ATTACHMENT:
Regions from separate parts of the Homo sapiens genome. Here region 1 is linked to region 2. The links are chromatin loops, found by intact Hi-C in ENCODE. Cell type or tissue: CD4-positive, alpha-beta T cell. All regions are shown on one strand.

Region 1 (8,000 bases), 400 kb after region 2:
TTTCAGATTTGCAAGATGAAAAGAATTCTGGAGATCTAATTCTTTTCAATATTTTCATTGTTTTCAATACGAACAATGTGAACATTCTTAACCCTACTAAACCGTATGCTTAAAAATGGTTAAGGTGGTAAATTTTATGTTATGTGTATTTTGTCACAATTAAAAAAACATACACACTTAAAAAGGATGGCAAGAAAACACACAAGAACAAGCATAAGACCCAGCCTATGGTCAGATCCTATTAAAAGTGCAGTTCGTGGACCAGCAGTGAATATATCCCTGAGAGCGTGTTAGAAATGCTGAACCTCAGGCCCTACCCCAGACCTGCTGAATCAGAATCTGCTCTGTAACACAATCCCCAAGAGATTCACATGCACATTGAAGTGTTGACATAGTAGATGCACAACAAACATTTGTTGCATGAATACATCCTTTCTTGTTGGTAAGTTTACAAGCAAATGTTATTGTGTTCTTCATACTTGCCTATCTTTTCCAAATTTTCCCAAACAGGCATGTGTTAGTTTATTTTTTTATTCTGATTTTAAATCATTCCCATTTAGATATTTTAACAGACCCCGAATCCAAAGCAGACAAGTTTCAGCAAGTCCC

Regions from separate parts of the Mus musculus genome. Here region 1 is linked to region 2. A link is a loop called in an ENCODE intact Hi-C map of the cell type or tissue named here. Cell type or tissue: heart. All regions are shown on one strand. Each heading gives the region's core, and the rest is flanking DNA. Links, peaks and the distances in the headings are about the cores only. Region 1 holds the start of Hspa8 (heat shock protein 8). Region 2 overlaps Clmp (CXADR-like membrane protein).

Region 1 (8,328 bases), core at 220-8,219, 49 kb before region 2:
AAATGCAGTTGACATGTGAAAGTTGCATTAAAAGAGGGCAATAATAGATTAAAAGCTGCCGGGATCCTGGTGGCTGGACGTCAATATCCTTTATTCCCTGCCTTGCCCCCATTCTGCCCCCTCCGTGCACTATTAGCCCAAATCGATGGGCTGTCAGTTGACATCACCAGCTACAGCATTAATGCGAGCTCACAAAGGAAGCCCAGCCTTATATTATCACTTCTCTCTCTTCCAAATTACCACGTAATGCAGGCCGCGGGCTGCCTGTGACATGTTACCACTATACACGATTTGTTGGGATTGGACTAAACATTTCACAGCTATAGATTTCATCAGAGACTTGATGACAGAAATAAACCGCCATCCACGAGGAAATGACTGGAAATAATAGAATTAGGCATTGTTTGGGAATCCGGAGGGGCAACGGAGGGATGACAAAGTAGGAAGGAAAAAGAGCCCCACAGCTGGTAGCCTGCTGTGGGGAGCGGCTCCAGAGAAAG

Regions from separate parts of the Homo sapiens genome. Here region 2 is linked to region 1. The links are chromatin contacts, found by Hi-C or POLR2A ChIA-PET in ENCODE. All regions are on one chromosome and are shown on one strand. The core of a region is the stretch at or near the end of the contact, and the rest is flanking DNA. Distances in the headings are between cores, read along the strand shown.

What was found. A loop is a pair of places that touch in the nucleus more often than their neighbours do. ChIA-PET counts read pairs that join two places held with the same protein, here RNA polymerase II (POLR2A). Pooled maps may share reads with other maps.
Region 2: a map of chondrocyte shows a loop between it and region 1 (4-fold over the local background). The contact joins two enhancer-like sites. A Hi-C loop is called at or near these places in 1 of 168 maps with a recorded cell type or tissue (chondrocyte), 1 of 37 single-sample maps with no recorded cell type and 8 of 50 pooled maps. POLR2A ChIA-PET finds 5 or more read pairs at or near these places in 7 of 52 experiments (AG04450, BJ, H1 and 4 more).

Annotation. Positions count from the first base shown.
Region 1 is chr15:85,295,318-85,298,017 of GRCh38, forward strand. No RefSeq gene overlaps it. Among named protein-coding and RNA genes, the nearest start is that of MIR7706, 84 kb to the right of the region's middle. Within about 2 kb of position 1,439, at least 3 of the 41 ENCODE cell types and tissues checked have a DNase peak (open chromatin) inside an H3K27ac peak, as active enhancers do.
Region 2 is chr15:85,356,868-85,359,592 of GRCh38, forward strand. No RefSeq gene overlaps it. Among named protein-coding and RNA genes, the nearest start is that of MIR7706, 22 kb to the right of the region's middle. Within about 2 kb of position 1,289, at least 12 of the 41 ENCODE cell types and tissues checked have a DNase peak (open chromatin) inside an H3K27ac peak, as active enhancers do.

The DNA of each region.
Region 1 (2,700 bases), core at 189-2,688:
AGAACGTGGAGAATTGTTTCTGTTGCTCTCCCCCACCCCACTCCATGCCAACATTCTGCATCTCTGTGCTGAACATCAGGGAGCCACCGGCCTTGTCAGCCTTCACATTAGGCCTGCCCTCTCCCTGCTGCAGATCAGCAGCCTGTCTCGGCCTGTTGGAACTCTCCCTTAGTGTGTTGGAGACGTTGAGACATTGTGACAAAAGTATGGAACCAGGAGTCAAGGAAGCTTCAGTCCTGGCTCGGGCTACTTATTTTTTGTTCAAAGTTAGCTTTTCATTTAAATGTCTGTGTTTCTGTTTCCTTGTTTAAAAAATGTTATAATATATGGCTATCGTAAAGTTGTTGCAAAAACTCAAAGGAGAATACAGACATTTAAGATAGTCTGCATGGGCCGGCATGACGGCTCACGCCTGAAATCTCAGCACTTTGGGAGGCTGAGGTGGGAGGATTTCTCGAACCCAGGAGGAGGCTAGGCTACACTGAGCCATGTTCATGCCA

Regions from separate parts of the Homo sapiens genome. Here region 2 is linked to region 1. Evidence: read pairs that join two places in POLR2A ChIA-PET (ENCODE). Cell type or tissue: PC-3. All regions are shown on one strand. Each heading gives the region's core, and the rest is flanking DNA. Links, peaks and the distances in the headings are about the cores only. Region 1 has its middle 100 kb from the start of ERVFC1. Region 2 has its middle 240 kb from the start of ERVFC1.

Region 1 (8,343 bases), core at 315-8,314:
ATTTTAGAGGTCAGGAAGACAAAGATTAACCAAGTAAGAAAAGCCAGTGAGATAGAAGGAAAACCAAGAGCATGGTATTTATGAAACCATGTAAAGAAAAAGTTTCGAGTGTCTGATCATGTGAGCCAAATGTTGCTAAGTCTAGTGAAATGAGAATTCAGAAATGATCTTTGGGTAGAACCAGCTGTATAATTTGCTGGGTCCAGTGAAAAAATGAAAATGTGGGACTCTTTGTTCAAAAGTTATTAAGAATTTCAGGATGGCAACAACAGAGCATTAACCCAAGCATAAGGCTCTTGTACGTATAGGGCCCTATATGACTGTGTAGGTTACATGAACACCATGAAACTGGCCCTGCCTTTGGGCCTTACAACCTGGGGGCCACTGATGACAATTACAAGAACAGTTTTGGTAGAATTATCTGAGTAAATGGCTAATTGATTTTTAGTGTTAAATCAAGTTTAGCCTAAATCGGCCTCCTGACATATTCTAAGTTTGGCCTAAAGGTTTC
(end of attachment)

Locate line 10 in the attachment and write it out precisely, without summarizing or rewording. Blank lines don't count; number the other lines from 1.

Annotation. Positions count from the first base shown.